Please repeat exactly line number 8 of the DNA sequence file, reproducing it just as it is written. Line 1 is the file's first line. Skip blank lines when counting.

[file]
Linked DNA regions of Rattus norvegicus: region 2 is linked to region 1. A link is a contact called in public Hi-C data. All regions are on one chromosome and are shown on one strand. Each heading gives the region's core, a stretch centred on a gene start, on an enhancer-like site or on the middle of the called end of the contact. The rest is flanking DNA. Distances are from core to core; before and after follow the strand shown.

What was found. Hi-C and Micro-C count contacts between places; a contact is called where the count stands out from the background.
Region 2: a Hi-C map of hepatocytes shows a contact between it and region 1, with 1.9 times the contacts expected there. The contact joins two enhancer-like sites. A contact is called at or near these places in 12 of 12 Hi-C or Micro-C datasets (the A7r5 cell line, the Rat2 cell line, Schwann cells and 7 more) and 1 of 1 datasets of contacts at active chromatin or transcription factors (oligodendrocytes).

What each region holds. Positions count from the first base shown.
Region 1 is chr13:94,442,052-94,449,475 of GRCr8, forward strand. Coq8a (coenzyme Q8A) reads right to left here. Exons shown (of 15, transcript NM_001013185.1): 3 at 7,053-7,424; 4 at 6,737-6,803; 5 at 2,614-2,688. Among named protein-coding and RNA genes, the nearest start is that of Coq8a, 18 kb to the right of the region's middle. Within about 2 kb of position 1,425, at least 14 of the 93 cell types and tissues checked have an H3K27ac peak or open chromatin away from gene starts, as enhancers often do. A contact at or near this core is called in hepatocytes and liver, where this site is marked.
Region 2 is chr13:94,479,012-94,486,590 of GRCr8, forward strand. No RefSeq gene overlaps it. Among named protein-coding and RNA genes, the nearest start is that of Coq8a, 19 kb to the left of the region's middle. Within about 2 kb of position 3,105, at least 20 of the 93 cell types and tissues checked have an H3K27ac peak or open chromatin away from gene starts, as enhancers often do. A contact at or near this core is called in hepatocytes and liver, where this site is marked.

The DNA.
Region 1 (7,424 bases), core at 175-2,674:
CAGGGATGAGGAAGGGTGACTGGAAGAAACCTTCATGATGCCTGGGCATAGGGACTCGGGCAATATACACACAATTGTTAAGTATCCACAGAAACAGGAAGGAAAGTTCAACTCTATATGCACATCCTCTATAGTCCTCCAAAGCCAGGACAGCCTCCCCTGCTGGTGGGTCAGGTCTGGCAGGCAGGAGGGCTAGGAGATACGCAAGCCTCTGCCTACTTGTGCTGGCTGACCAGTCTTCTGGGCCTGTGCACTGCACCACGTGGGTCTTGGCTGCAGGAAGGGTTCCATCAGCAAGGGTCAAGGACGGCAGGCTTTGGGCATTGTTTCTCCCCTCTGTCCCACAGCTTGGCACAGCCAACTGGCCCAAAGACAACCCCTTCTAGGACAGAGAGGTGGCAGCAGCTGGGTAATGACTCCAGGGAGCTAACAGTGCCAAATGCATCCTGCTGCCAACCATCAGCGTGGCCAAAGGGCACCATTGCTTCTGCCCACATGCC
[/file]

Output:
Region 1 (7,424 bases), core at 175-2,674: